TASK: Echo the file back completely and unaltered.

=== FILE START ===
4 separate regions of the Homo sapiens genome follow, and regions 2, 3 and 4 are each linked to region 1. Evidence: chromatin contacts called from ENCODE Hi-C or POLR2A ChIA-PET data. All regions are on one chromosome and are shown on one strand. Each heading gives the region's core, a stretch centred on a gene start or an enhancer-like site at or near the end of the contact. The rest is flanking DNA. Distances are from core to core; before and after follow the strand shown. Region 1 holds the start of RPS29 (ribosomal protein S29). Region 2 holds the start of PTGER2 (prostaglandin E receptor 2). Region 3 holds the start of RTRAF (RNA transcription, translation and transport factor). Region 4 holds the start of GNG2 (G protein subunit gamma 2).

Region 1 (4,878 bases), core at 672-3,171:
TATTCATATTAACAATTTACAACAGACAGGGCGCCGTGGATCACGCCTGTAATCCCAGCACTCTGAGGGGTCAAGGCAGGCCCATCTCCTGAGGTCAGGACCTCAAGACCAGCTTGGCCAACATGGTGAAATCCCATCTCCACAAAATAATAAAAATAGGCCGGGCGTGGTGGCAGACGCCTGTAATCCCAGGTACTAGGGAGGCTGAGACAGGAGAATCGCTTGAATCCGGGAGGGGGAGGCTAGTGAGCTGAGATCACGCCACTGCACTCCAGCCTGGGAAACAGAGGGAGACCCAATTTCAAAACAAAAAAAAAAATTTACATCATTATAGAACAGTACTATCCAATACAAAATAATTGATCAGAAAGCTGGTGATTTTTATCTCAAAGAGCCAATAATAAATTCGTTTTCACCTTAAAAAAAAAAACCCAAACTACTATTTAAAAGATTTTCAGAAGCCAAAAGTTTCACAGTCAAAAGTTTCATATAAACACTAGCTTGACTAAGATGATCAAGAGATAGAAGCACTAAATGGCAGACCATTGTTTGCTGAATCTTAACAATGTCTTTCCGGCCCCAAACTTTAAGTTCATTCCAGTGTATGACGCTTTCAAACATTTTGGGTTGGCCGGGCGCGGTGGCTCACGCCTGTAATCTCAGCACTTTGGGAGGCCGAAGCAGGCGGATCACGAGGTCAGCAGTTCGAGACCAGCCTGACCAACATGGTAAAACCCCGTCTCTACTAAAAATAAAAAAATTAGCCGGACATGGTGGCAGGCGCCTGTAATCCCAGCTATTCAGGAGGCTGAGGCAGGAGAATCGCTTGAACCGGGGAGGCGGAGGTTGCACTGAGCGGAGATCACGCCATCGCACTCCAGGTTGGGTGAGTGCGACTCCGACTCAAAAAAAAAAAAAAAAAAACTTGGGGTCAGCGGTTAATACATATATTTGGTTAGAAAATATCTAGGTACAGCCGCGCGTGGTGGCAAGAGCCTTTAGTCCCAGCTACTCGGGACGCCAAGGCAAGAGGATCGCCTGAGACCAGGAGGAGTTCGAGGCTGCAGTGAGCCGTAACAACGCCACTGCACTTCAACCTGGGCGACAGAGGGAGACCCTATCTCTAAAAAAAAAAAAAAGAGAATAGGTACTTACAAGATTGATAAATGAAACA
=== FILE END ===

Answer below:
4 separate regions of the Homo sapiens genome follow, and regions 2, 3 and 4 are each linked to region 1. Evidence: chromatin contacts called from ENCODE Hi-C or POLR2A ChIA-PET data. All regions are on one chromosome and are shown on one strand. Each heading gives the region's core, a stretch centred on a gene start or an enhancer-like site at or near the end of the contact. The rest is flanking DNA. Distances are from core to core; before and after follow the strand shown. Region 1 holds the start of RPS29 (ribosomal protein S29). Region 2 holds the start of PTGER2 (prostaglandin E receptor 2). Region 3 holds the start of RTRAF (RNA transcription, translation and transport factor). Region 4 holds the start of GNG2 (G protein subunit gamma 2).

Region 1 (4,878 bases), core at 672-3,171:
TATTCATATTAACAATTTACAACAGACAGGGCGCCGTGGATCACGCCTGTAATCCCAGCACTCTGAGGGGTCAAGGCAGGCCCATCTCCTGAGGTCAGGACCTCAAGACCAGCTTGGCCAACATGGTGAAATCCCATCTCCACAAAATAATAAAAATAGGCCGGGCGTGGTGGCAGACGCCTGTAATCCCAGGTACTAGGGAGGCTGAGACAGGAGAATCGCTTGAATCCGGGAGGGGGAGGCTAGTGAGCTGAGATCACGCCACTGCACTCCAGCCTGGGAAACAGAGGGAGACCCAATTTCAAAACAAAAAAAAAAATTTACATCATTATAGAACAGTACTATCCAATACAAAATAATTGATCAGAAAGCTGGTGATTTTTATCTCAAAGAGCCAATAATAAATTCGTTTTCACCTTAAAAAAAAAAACCCAAACTACTATTTAAAAGATTTTCAGAAGCCAAAAGTTTCACAGTCAAAAGTTTCATATAAACACTAGCTTGACTAAGATGATCAAGAGATAGAAGCACTAAATGGCAGACCATTGTTTGCTGAATCTTAACAATGTCTTTCCGGCCCCAAACTTTAAGTTCATTCCAGTGTATGACGCTTTCAAACATTTTGGGTTGGCCGGGCGCGGTGGCTCACGCCTGTAATCTCAGCACTTTGGGAGGCCGAAGCAGGCGGATCACGAGGTCAGCAGTTCGAGACCAGCCTGACCAACATGGTAAAACCCCGTCTCTACTAAAAATAAAAAAATTAGCCGGACATGGTGGCAGGCGCCTGTAATCCCAGCTATTCAGGAGGCTGAGGCAGGAGAATCGCTTGAACCGGGGAGGCGGAGGTTGCACTGAGCGGAGATCACGCCATCGCACTCCAGGTTGGGTGAGTGCGACTCCGACTCAAAAAAAAAAAAAAAAAAACTTGGGGTCAGCGGTTAATACATATATTTGGTTAGAAAATATCTAGGTACAGCCGCGCGTGGTGGCAAGAGCCTTTAGTCCCAGCTACTCGGGACGCCAAGGCAAGAGGATCGCCTGAGACCAGGAGGAGTTCGAGGCTGCAGTGAGCCGTAACAACGCCACTGCACTTCAACCTGGGCGACAGAGGGAGACCCTATCTCTAAAAAAAAAAAAAAGAGAATAGGTACTTACAAGATTGATAAATGAAACA